This is not because the 160’s handling is pin-sharp. Because, well, it isn’t. Rather than the de Dion suspension of the more powerful Caterhams, the 160 gets a simple Suzuki van axle (Suzuki Van Axle: brilliant name for an Eighties action hero, no?) at the rear. With no differential to help its cause, this means the skinny-tyred Seven loses grip at the rear a) very early and b) somewhat haphazardly. But, really, that’s OK, because – with your posterior parked right between those slipping rear wheels – you feel you’re operating right at the ragged edge of handling, whereas in reality you’re barely nudging double figures around a gentle corner. The world needs more of this. Modern performance metal, with its torque vectoring
and adaptive suspension and stability control, is astonishingly good at convincing you that everything’s fine, right up until the moment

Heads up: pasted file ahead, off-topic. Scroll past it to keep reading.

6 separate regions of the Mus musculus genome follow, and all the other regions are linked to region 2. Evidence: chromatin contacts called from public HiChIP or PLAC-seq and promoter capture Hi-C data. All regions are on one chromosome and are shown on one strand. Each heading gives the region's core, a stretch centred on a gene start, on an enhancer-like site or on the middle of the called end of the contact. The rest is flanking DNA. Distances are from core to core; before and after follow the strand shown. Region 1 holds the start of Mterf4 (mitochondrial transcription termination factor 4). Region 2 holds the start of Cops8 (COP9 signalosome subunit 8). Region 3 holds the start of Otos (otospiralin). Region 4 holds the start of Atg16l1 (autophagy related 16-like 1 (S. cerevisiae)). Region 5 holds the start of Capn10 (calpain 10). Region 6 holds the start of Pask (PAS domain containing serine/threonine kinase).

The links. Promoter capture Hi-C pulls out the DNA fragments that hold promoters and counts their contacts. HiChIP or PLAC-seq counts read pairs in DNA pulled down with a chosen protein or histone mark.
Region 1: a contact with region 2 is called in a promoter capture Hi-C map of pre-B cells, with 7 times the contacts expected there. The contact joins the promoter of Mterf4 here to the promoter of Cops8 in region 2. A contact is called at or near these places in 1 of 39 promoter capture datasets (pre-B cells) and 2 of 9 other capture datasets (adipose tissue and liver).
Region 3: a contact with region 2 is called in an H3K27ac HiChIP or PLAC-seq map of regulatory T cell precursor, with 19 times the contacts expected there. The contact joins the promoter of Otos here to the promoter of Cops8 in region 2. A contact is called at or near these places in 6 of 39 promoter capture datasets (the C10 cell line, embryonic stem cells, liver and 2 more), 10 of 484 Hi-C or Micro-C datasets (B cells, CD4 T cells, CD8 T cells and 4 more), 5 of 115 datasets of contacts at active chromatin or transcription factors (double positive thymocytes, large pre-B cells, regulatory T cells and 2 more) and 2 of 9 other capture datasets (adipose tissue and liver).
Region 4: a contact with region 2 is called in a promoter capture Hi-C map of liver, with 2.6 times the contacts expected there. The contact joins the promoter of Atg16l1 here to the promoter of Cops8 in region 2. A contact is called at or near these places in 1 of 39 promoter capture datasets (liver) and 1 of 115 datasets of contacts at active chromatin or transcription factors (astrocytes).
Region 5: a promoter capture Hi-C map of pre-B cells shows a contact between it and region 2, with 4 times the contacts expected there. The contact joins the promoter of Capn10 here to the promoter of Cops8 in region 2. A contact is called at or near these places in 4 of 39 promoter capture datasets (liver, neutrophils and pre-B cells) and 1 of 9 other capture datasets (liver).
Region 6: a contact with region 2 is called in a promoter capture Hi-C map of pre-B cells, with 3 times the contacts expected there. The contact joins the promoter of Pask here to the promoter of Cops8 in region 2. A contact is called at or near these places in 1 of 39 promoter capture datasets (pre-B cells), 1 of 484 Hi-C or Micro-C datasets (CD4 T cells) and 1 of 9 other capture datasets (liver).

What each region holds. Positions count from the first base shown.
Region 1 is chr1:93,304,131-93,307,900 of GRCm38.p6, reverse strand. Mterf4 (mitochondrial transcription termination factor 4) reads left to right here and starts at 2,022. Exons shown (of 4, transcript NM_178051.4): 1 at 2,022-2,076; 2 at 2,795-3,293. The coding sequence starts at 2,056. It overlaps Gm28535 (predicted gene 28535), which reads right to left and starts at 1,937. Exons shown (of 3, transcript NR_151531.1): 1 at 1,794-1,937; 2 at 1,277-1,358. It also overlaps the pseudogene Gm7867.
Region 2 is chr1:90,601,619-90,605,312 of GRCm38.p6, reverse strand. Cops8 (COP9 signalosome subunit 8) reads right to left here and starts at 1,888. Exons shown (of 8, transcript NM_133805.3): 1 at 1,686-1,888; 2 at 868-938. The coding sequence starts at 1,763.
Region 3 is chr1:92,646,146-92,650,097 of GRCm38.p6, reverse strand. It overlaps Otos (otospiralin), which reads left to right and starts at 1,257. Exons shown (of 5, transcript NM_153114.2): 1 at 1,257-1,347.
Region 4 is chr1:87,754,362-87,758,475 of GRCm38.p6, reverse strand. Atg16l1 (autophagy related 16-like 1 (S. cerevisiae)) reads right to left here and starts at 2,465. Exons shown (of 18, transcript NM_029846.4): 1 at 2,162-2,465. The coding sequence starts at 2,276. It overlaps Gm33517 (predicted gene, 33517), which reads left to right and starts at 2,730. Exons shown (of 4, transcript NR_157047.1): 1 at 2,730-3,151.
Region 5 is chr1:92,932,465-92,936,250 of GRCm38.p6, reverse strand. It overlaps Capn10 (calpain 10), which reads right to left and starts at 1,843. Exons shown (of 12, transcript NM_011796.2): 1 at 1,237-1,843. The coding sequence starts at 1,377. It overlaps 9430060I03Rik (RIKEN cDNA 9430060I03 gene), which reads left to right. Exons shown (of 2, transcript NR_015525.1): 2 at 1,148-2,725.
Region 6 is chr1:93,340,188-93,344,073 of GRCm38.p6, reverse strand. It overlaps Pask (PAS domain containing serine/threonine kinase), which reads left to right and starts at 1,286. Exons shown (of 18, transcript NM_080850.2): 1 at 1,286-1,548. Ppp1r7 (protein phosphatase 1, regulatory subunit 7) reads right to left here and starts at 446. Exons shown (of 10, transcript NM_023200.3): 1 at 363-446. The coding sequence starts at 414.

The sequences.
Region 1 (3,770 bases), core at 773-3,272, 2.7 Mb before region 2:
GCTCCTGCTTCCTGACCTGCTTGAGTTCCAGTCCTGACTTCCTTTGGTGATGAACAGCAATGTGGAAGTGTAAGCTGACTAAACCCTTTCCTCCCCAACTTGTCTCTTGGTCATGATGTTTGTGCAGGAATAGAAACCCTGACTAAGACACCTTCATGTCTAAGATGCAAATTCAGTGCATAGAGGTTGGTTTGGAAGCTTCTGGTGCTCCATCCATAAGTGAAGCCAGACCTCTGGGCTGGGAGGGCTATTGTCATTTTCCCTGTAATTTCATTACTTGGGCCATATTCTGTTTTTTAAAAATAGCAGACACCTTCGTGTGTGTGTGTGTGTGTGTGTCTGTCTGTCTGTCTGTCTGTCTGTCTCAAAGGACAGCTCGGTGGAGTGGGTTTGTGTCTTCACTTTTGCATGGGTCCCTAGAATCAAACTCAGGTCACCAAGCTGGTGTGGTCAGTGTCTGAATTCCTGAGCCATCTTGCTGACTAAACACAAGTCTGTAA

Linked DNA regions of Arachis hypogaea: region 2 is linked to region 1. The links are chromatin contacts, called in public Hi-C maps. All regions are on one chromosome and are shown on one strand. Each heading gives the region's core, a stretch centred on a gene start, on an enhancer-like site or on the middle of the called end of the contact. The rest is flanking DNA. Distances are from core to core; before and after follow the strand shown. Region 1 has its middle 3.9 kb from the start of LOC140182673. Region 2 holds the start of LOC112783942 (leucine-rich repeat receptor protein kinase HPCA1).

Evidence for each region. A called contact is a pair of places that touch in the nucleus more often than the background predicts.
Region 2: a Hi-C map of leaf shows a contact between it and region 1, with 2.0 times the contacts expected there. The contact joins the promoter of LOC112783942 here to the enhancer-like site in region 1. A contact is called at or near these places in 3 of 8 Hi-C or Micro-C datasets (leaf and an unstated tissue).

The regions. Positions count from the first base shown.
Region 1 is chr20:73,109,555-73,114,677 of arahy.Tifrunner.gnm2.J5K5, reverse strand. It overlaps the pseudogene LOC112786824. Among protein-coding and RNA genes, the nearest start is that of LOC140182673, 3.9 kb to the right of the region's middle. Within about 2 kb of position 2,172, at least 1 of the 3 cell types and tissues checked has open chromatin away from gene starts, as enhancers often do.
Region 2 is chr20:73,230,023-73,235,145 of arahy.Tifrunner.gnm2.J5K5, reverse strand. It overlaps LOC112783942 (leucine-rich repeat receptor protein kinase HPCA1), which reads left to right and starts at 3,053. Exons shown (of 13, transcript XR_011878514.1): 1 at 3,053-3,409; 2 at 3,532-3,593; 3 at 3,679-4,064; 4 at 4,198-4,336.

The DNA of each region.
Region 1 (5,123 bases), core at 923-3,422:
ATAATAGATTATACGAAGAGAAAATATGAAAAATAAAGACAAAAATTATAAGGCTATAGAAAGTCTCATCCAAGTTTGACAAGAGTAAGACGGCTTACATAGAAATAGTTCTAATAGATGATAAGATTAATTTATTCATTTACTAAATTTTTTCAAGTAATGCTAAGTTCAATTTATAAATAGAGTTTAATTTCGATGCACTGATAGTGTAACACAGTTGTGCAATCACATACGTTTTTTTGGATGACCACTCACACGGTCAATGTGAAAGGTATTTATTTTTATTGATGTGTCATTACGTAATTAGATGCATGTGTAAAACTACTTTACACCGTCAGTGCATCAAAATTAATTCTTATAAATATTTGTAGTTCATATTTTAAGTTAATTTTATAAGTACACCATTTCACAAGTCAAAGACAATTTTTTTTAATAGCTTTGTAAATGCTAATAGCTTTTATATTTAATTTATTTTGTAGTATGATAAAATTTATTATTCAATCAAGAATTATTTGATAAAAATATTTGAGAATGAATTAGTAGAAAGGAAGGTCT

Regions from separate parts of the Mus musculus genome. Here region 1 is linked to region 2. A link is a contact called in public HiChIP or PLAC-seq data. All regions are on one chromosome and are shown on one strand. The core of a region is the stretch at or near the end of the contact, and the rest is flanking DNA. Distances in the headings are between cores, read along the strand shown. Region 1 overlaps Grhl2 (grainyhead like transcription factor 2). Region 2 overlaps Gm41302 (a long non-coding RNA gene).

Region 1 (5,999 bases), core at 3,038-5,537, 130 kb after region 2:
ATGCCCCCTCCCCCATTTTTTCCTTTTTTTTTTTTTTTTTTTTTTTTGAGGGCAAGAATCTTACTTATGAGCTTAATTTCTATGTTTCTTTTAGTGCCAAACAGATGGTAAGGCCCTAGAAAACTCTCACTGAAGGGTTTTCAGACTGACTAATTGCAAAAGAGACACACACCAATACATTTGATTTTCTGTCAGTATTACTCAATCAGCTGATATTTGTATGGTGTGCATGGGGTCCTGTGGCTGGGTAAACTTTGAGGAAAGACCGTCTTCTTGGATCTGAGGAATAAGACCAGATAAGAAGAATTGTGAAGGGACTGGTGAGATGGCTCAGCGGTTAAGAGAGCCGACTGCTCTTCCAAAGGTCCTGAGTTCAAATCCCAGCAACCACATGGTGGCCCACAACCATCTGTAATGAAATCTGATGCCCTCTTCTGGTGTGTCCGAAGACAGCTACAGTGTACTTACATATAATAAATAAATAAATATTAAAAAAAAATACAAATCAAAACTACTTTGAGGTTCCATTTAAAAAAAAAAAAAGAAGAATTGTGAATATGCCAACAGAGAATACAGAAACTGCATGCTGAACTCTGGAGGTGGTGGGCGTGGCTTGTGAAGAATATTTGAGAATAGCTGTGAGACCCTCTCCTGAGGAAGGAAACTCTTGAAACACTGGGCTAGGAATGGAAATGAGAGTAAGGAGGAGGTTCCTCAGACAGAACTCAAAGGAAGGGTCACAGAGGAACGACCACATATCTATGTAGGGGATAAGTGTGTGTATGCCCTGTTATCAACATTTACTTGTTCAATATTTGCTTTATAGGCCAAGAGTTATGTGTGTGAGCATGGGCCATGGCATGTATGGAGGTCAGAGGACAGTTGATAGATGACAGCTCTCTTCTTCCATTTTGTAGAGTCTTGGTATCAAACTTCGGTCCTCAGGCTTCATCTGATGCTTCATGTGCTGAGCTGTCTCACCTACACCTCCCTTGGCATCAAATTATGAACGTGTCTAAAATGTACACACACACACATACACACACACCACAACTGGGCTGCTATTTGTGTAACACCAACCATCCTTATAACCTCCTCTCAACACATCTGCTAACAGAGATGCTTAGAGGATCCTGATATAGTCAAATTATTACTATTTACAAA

physics butts in to bluntly inform you that you’re doing 90mph into a hairpin and you don’t have the talent to get out the other side. The Caterham is the opposite, always keen to remind that catastrophe is but a moment away. Might not sound like a compliment, but truly it is.
Even so, after a day cheerily belting the Seven round Britain’s twistiest countryside, a thought troubles me: if a Chinese manufacturer without
a grand sports-car history proudly unveiled the Caterham 160, proclaiming it the future of lightweight excellence, would it be roundly mocked? I fear so. Because, on very many levels, the Seven is either woefully outdated or simply woeful. Look at those rear lights, which muster all the cutting-edge sophistication of a toddler’s Duplo efforts. Or the leathery, popper-lined roof, the fitment of which requires several hours, half a dozen bloody fingers and, inevitably, a full Basil Fawlty-style branch assault. Those of us blessed with conventional human feet rather than pointy goat hooves will struggle to depress the clutch without mashing the brake (and, sometimes, the accelerator for good measure) with our left boot.